The very first time I came face to face with the Tawny Frogmouth was a surprising and wonderful experience. I was particularly spoiled on that occasion because I actually came face to face with not one, but four of them – staring at me through the kitchen window as I stood at the sink. About seven years ago we lived in a rented townhouse with no real ‘nature’ to talk of though frogs could be heard in the evening (yes they do follow us around don’t they?) There was a large tree in the yard that was only ever useful to the possums as they legged it up on to the roof or the balcony, so seeing these majestic birds sitting blinking in a row was quite a surprise.
Since moving here though we have become aware of truly spoiled we are. We seem to have a family of resident Tawny Frogmouths living on the property. They are masters of disguise so it’s quite something that we have spotted them at all, let alone on numerous occasions.
To the untrained eye, these birds just look like stumps of wood – and indeed at one point that’s exactly what Mr P though they were. They were sitting at ground level after all. It was only because Peter then thought ‘hang on, I don’t remember tree stumps being there’, that he went to investigate. These birds blend in perfectly with tree bark – it’s quite uncanny. We have probably walked past them countless times.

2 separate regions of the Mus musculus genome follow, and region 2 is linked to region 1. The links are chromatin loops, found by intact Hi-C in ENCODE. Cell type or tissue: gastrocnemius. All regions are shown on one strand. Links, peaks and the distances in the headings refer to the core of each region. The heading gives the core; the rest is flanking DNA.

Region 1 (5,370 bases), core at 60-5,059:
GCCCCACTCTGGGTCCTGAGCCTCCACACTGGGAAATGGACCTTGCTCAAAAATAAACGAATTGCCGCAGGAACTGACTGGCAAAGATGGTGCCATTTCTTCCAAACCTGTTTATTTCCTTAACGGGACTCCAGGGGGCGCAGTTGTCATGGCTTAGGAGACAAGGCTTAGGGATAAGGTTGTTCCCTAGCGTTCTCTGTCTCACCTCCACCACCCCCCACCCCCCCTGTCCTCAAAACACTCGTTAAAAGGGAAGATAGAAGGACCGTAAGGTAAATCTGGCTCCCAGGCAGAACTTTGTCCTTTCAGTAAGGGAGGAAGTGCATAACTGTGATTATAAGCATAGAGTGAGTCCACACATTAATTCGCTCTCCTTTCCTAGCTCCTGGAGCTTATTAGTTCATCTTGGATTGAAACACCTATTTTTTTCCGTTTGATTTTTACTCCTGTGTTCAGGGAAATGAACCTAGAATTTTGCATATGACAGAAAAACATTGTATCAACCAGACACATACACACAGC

Lately, we’ve seen them in the trees down in the bottom paddock where they seem to prefer, though I can’t say their choice of tree is ideal if they are trying to remain inconspicuous as they have chosen skinny trees with little in the way of foliage.
The Tawny Frogmouth is native to the Australian mainland and Tasmania. They are big-headed, stocky birds which are often mistaken for owls due to their nocturnal habits and similar colouring. In fact, many people call them Tawny Frogmouth Owls. They are bonded birds and they sit close in next to their mate, often touching. The male Tawny Frogmouth is an attentive fellow. He carries out grooming by gently stroking through the plumage of the female with his beak in sessions that can last for 10 minutes or more. The birds are generally seen in pairs, and when they mate they tend to mate for life … aaah.